Modern day protesters are all emotion and no momentum
Actions such as anti-Adani marches, vegan invasions and the Telstra staff strike are showy and dramatic, but inevitably lead right back to the status quo.
Consider the non-effects: citizens on mass took to the streets to protest against invasions in Iraq both times. And yet wars raged.
There was Occupy Wall Street. Invasion Day marches. Women's Marches. Take Back the Night. Schools Strike 4 Climate.
The imagery is impressive and the passion palpable, but it is surprising how little these protests really achieved.
The massive energy dwarfs the pitiful results. And while peaceful protests are one thing, riled-up, cranky crowds spitting venom and demanding legislative changes like petulant children are quite another.
Perhaps we are more educated now, seeing the Adani convoy's use of fossil fuel to motor up the East coast and the vegans' threats to many living things while saving a few as ironic, immature or shortsighted.
The kind of protesting that stomps and demands has lost its bite perhaps because in this country "rebelling" against "The Man" became an action that required official pre-warning and approval - unthinkable in olden times.
Maybe it is too simply easy now to whip up a crowd. An appeal via Twitter or Facebook can quickly gain momentum and give the incensed something to rail at.
But that is where it pulls up, because even if those raging get out from behind their laptops and actually turn out to protest, or sit in, it grinds to a halt when the placards are packed away and the loudspeakers are boxed up.
So why do protesters do it? Because it channels their energy. Because it often worked in the past. But now, in this way, movements simply don't move.
They fizzle out or are silenced in a wave of arrests and bans because they don't have the roots, the links and the contacts that used to underpin an en masse gathering.
Protest groups are not connected to the machines of change that used to grind into action when the people rose up or stomped their feet on the street in a desperate demand for attention from decision makers.
Protesters might want change, but have lost that vital know-how required to convert political energy into policy.
Social media can find, recruit and mobilise supporters. It can fundraise.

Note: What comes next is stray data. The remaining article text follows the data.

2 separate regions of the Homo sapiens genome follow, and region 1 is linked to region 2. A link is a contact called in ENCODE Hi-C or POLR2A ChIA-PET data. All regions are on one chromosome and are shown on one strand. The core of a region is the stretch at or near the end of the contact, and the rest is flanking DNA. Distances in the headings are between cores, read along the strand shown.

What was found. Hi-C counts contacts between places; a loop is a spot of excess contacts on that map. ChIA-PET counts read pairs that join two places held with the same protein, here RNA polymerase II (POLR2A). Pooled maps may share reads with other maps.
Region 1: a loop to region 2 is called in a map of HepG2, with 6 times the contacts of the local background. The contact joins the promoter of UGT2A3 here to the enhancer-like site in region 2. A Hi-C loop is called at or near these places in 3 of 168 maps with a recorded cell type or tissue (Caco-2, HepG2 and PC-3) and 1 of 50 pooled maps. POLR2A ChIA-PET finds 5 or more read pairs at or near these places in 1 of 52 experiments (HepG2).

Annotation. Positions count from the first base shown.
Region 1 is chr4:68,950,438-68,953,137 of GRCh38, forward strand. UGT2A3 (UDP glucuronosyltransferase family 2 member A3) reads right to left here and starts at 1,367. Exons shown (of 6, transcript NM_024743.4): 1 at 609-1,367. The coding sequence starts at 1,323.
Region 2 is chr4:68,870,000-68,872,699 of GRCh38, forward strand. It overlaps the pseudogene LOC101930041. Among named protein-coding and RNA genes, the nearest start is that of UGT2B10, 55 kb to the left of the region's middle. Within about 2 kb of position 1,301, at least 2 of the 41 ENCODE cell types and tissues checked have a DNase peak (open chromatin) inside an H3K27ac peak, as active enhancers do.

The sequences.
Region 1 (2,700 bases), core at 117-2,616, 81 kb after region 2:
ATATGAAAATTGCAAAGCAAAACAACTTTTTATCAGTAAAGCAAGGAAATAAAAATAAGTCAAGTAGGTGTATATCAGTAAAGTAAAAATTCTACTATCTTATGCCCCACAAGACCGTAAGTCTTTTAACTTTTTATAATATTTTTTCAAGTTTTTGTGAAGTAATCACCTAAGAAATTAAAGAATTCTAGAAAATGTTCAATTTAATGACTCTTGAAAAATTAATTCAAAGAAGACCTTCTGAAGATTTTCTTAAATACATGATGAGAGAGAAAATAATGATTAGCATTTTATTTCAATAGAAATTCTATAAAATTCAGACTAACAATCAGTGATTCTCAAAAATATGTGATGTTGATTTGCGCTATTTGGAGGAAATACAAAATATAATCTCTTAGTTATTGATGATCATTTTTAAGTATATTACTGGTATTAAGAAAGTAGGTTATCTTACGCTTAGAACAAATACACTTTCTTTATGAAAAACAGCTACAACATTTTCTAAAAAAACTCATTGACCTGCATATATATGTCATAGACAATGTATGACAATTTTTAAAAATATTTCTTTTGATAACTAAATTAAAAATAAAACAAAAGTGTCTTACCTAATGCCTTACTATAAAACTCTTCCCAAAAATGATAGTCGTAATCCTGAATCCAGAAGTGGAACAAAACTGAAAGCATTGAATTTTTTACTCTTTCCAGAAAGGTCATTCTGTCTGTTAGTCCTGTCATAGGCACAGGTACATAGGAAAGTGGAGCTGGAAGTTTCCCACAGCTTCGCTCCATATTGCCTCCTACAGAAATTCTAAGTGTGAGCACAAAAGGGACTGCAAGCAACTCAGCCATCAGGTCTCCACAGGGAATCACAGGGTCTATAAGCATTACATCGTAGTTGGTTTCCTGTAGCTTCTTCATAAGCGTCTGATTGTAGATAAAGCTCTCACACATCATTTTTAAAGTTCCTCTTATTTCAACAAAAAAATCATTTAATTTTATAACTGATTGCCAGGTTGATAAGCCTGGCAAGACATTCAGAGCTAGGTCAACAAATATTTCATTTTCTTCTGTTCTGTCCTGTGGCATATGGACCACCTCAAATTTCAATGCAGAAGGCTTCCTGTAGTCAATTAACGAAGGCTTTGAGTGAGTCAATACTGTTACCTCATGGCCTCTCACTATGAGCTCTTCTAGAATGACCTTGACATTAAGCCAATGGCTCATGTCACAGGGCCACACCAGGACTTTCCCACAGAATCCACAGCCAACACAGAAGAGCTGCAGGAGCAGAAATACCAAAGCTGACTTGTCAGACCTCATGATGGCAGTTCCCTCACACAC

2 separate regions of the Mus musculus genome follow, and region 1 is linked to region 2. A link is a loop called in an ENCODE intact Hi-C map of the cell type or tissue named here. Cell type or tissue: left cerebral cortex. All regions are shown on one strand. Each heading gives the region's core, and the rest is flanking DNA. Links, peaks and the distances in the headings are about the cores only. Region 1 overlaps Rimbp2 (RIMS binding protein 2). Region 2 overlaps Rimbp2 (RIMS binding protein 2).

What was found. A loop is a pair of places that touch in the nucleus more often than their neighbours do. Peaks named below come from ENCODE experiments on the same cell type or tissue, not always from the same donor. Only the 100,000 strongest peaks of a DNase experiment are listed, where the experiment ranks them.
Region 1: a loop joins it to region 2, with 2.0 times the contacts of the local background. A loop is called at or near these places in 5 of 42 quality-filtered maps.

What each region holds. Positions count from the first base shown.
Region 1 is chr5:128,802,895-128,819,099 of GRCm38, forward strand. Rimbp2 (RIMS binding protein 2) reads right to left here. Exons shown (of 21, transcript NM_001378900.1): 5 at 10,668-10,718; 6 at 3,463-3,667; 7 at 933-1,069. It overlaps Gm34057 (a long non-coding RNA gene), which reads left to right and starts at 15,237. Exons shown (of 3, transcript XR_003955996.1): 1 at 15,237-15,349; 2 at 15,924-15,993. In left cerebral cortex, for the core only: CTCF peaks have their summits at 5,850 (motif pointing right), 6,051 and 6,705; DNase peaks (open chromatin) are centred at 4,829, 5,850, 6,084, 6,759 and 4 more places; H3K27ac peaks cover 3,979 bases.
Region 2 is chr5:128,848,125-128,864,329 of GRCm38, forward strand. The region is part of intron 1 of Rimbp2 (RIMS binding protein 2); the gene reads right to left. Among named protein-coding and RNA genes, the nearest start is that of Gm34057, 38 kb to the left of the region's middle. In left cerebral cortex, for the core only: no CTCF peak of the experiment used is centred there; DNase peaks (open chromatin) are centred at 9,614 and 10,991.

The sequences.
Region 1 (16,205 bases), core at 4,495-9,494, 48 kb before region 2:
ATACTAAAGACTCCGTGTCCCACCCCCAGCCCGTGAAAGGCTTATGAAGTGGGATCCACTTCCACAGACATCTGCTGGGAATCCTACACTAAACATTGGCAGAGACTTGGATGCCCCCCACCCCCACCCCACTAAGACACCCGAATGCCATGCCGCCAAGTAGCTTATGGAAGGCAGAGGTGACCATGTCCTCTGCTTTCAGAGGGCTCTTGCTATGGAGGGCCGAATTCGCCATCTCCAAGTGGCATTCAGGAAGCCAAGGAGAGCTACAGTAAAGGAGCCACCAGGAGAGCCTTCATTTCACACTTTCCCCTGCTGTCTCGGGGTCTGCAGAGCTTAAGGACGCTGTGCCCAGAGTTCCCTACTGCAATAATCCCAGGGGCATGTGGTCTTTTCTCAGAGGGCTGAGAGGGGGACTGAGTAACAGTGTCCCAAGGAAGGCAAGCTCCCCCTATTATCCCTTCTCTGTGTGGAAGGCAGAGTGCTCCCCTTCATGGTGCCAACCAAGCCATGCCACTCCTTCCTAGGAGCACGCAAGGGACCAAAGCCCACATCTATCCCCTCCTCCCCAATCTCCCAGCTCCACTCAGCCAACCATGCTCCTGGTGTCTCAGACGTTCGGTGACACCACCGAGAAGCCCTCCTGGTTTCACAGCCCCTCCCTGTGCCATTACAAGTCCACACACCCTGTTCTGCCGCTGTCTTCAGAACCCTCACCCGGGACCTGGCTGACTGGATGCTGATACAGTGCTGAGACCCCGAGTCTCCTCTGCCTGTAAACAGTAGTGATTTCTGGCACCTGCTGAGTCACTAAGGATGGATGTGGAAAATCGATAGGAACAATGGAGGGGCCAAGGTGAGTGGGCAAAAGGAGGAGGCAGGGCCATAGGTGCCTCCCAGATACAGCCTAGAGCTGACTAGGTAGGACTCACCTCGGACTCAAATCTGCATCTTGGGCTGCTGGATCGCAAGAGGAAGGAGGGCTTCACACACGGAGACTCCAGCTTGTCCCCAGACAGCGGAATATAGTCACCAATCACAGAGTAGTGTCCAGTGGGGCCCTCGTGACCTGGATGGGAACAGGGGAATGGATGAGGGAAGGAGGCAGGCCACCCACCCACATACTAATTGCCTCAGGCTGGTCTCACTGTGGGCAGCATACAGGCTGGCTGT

But those who engage in slacktivism - ie. get worked up by a post rather than a deep understanding of the nuances of an issue - have been found to be less likely to stay the course.
Slacktivists tend to lack stickability, with the next shiny cause just a click away.
In the new wave of protesting, too many people who go for the high of being part of a cause are unprepared for the grind of lobbying, letter writing and negotiating that is part of bringing about change.
They holler slogans, pull stunts and call names, but it is more anger than action.
Meeting face-to-face and developing human rather than virtual relationships - invariably the richest form of communication most likely to lead to clear message delivery - has seemingly gone the way of the dodo.
A comprehensive Harvard University analysis of protests that swayed decision makers or brought about social change in days of yore found that three things were needed if the agitators have a snowball's chance in hell of effecting change: fastidious organisation, a message that resonated beyond the core supporters and - importantly - utter nonviolence.
People have never had more direct access to their decision-makers. A letter written to a member of parliament is received in a moment rather than a week.
People have never had more legislated access to government-held documents, with all departments at all levels required to adhere to Freedom of Information requirements. And there has never been a time when we could reach more strangers in an instant.
In this new era of communication, the incensed and disaffected have far better, faster ways to broadcast their views than old-school street protesters did. What a pity we can't seem channel this into change.